The goal of this work is the development of a practical, non-penetrating somatosensory neural interface at the level of the dorsal root ganglia (DRG), for use as sensory feedback. The DRG is an ideal location to record somatosensory neural signals which convey body-state information such as tactile and proprioceptive feedback from the limbs. These signals can be used as control signals in closed loop functional electrical stimulation (FES) applications in which the position of a limb is decoded and used to regulate the FES system to adapt to fatigue or the addition of a load or to perform complex, multi-joint movements smoothly. Internal neural interface sensors, such as these may be minimally obtrusive and integrate easily with implanted neuroprostheses while not requiring the large number of sensors or regular donning and calibration that external sensors do. Our lab has shown the ability to decode limb position with high accuracy from recordings of primary afferent neural activity with penetrating microelectrodes inserted in lumbar DRG, and has applied these signals as feedback within closed-loop FES control of the lower limb. However, the efficacy of long-term recordings from these penetrating electrodes has yet to be established, and recordings with penetrating electrodes in humans are challenging to obtain. We hypothesize that recordings from the surface of the DRG may be sufficient for extracting detailed information about limb position and may provide a more practical route for clinical evaluations. Unlike other neural structures, cell bodies are packed closely under the DRG perineum, making it an ideal candidate for obtaining activity from individual cells without using penetrating electrodes. Also, this surface approach may have a higher efficacy in long-term recordings, due to a reduced tissue response, than penetrating electrodes. Recently we showed that recordings from the surface of the DRG, with non-penetrating electrodes, can yield neural signals that can be used to predict the state of the limb, in animal studies. We will evaluate two specific aims in the research planned in this study.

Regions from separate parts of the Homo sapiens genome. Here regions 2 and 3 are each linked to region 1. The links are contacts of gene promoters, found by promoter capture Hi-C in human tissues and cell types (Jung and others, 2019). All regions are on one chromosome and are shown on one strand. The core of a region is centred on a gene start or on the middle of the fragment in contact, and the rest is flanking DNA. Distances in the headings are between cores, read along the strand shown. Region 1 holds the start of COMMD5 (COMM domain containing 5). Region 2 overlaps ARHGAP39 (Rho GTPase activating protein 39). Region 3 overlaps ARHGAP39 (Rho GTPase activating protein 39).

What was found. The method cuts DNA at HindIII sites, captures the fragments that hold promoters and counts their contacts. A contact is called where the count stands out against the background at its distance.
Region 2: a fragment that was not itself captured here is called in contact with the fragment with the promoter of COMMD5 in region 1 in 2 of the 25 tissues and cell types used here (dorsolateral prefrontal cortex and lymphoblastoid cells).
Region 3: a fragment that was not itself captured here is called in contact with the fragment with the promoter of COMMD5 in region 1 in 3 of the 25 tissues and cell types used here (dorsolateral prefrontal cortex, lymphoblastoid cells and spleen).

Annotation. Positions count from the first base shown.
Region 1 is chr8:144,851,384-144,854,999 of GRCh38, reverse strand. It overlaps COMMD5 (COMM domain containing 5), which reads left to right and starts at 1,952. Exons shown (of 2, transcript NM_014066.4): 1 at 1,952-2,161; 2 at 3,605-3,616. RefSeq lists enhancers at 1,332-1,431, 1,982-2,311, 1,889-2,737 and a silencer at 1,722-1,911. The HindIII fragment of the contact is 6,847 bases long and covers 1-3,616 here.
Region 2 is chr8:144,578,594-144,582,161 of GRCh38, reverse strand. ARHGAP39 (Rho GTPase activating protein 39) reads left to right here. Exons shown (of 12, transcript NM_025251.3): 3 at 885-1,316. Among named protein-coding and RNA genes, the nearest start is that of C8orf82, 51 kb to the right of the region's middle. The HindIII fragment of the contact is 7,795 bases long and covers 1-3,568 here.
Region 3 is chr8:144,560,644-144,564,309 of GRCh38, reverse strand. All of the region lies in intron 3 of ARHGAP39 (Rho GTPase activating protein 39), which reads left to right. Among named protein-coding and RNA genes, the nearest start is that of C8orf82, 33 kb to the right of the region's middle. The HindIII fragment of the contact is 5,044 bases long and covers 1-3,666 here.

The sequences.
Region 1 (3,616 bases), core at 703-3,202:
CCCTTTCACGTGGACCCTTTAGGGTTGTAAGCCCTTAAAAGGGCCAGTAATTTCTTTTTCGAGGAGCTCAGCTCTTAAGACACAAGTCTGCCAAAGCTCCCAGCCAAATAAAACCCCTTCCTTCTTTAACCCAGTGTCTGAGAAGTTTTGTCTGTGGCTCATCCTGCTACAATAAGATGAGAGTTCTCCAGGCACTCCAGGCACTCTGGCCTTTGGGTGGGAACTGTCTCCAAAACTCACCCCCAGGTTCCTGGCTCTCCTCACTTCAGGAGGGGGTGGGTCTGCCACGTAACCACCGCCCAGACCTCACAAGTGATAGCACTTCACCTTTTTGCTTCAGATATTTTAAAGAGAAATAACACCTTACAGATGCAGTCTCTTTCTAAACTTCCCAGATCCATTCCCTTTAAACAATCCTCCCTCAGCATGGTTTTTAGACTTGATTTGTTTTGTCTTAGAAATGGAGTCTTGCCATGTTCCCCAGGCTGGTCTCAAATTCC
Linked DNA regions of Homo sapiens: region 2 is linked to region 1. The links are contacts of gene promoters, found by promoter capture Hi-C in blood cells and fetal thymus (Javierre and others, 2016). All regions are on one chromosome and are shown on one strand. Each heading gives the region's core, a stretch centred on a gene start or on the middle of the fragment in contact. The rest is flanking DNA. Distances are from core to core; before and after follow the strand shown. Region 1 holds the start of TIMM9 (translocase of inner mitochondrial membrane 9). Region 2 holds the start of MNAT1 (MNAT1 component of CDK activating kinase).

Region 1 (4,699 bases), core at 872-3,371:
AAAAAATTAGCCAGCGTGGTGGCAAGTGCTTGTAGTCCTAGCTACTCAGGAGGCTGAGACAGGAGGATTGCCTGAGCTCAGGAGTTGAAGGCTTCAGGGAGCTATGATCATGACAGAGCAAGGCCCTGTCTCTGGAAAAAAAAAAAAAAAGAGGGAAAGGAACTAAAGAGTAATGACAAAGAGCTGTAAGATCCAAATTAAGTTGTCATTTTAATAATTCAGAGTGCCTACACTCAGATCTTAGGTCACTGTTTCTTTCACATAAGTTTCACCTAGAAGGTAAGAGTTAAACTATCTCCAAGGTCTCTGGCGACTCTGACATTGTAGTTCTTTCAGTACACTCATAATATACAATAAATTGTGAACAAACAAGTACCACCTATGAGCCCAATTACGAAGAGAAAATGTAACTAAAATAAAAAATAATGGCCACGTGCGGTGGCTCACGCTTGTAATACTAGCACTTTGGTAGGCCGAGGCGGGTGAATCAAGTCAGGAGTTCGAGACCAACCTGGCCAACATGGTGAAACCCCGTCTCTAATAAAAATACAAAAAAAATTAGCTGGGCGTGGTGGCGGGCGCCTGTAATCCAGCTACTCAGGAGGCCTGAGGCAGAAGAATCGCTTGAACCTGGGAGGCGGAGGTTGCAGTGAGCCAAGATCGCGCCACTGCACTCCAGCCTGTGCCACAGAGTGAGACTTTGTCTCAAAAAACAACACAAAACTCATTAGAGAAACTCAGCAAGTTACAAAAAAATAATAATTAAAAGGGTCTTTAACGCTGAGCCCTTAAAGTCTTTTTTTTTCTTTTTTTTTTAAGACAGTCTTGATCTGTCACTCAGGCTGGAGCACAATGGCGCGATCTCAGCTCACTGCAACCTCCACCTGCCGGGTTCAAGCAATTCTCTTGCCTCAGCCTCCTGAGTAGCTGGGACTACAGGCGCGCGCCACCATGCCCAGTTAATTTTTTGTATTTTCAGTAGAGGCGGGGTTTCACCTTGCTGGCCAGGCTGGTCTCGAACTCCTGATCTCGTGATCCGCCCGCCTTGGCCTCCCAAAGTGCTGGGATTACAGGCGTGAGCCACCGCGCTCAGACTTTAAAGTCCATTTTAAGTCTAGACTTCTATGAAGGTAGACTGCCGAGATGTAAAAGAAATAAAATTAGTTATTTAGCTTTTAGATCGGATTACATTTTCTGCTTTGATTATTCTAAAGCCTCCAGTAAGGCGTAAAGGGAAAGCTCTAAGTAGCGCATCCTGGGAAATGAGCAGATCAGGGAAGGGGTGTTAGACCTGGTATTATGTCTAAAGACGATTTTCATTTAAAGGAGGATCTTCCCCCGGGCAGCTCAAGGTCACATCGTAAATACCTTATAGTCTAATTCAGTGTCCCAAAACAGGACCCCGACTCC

Aim 1 : In animal experiments, we will evaluate the ability of neural recordings from non-penetrating electrodes on the L6 and L7 DRG to provide functional closed loop control of FES controlled lower limb stepping movements. This study will establish the utility of this approach, by indicating whether a sufficient range of neural activity can be recorded from, to obtain feedback towards functional limb movements.
Aim 2 : In intraoperative human experiments, we will evaluate the ability of non-penetrating electrodes placed on the surface of exposed DRG to record neural activity that predicts mechanical and vibratory stimulation applied to the lower leg. This study will obtain the first recordings from DRG in humans and demonstrate that we are able to decode human DRG activity. Success in this proposed work will be an important advance towards development of closed-loop neuroprostheses based on this non-penetrating DRG approach and will drive future studies on extended duration animal and human recordings using optimized electrodes.

Public Health Relevance

The goal of this research is to study a method to record from the surface of large sensory nerves where they enter the spinal cord in the lower back. These nerves provide information on the position of the legs. We plan to use this information to help people with spinal cord injuries and other disorders move their legs in a natural manner.

National Institute of Health (NIH)
National Institute of Neurological Disorders and Stroke (NINDS)
Postdoctoral Individual National Research Service Award (F32)
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Special Emphasis Panel (ZRG1-F02B-M (20))
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Kleitman, Naomi
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University of Pittsburgh
Physical Medicine & Rehab
Schools of Medicine
United States
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Bruns, Tim M; Weber, Douglas J; Gaunt, Robert A (2015) Microstimulation of afferents in the sacral dorsal root ganglia can evoke reflex bladder activity. Neurourol Urodyn 34:65-71
Bruns, Tim M; Wagenaar, Joost B; Bauman, Matthew J et al. (2013) Real-time control of hind limb functional electrical stimulation using feedback from dorsal root ganglia recordings. J Neural Eng 10:026020
Collinger, Jennifer L; Foldes, Stephen; Bruns, Tim M et al. (2013) Neuroprosthetic technology for individuals with spinal cord injury. J Spinal Cord Med 36:258-72
Collinger, Jennifer L; Boninger, Michael L; Bruns, Tim M et al. (2013) Functional priorities, assistive technology, and brain-computer interfaces after spinal cord injury. J Rehabil Res Dev 50:145-60